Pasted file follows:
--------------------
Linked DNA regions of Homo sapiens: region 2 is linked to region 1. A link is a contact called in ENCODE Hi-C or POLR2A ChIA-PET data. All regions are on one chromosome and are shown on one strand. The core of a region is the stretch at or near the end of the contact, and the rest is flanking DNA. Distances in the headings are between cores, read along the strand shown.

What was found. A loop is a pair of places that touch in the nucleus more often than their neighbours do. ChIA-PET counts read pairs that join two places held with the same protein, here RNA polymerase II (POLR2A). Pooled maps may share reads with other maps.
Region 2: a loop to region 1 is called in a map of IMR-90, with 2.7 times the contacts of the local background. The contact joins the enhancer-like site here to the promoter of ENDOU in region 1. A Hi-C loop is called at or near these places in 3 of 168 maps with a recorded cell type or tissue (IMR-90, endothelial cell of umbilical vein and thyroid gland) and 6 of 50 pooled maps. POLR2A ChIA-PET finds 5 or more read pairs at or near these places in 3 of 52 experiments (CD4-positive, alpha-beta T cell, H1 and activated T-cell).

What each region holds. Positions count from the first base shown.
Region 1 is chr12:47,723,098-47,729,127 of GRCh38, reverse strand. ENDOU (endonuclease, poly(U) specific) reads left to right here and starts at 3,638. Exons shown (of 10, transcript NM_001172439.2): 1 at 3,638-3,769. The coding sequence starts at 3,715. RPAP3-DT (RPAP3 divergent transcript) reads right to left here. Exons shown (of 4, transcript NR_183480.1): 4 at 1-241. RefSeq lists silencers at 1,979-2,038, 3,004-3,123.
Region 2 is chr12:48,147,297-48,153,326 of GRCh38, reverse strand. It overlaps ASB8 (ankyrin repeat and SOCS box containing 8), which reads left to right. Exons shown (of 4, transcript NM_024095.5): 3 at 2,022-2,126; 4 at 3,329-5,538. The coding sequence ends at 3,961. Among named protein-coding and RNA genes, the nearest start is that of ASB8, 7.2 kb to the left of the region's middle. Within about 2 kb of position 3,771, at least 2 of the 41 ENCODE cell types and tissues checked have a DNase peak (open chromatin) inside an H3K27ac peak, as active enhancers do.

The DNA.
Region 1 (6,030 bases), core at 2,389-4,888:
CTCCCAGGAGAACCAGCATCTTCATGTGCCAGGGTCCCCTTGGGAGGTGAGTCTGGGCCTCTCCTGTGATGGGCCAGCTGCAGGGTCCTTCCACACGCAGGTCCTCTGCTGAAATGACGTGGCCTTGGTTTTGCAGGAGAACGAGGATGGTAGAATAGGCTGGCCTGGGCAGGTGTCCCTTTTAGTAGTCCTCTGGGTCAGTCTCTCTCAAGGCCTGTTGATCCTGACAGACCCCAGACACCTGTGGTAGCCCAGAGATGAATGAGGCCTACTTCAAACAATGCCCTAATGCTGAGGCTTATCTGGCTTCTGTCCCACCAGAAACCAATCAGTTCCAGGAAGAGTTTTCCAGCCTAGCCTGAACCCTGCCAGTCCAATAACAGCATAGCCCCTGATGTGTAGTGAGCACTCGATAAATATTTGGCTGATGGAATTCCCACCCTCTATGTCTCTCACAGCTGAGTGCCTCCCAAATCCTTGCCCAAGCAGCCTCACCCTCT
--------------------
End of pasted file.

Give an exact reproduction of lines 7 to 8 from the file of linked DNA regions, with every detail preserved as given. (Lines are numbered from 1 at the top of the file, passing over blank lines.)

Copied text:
The DNA.
Region 1 (6,030 bases), core at 2,389-4,888: